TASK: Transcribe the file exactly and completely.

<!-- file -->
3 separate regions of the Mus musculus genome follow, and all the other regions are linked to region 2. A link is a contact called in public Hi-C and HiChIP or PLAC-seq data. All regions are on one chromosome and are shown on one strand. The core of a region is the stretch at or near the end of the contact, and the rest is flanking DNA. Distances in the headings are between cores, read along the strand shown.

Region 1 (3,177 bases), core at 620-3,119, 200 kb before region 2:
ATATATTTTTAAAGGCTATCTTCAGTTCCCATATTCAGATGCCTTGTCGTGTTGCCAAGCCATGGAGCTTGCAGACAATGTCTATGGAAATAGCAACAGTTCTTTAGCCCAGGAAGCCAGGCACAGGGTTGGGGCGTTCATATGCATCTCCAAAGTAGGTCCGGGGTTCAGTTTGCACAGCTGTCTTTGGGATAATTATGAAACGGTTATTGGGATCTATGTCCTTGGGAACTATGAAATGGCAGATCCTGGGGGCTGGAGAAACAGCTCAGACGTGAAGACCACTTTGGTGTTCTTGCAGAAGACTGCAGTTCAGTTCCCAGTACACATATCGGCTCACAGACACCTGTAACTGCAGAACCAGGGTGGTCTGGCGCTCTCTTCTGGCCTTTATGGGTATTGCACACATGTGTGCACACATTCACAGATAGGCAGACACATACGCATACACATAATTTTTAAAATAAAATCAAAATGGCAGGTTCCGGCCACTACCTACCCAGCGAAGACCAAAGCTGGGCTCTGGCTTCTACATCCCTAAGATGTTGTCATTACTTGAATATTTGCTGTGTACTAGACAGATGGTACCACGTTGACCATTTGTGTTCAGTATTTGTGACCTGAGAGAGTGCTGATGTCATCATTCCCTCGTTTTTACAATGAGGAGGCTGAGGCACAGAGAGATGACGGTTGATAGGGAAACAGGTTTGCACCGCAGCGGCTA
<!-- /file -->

3 separate regions of the Mus musculus genome follow, and all the other regions are linked to region 2. A link is a contact called in public Hi-C and HiChIP or PLAC-seq data. All regions are on one chromosome and are shown on one strand. The core of a region is the stretch at or near the end of the contact, and the rest is flanking DNA. Distances in the headings are between cores, read along the strand shown.

Region 1 (3,177 bases), core at 620-3,119, 200 kb before region 2:
ATATATTTTTAAAGGCTATCTTCAGTTCCCATATTCAGATGCCTTGTCGTGTTGCCAAGCCATGGAGCTTGCAGACAATGTCTATGGAAATAGCAACAGTTCTTTAGCCCAGGAAGCCAGGCACAGGGTTGGGGCGTTCATATGCATCTCCAAAGTAGGTCCGGGGTTCAGTTTGCACAGCTGTCTTTGGGATAATTATGAAACGGTTATTGGGATCTATGTCCTTGGGAACTATGAAATGGCAGATCCTGGGGGCTGGAGAAACAGCTCAGACGTGAAGACCACTTTGGTGTTCTTGCAGAAGACTGCAGTTCAGTTCCCAGTACACATATCGGCTCACAGACACCTGTAACTGCAGAACCAGGGTGGTCTGGCGCTCTCTTCTGGCCTTTATGGGTATTGCACACATGTGTGCACACATTCACAGATAGGCAGACACATACGCATACACATAATTTTTAAAATAAAATCAAAATGGCAGGTTCCGGCCACTACCTACCCAGCGAAGACCAAAGCTGGGCTCTGGCTTCTACATCCCTAAGATGTTGTCATTACTTGAATATTTGCTGTGTACTAGACAGATGGTACCACGTTGACCATTTGTGTTCAGTATTTGTGACCTGAGAGAGTGCTGATGTCATCATTCCCTCGTTTTTACAATGAGGAGGCTGAGGCACAGAGAGATGACGGTTGATAGGGAAACAGGTTTGCACCGCAGCGGCTA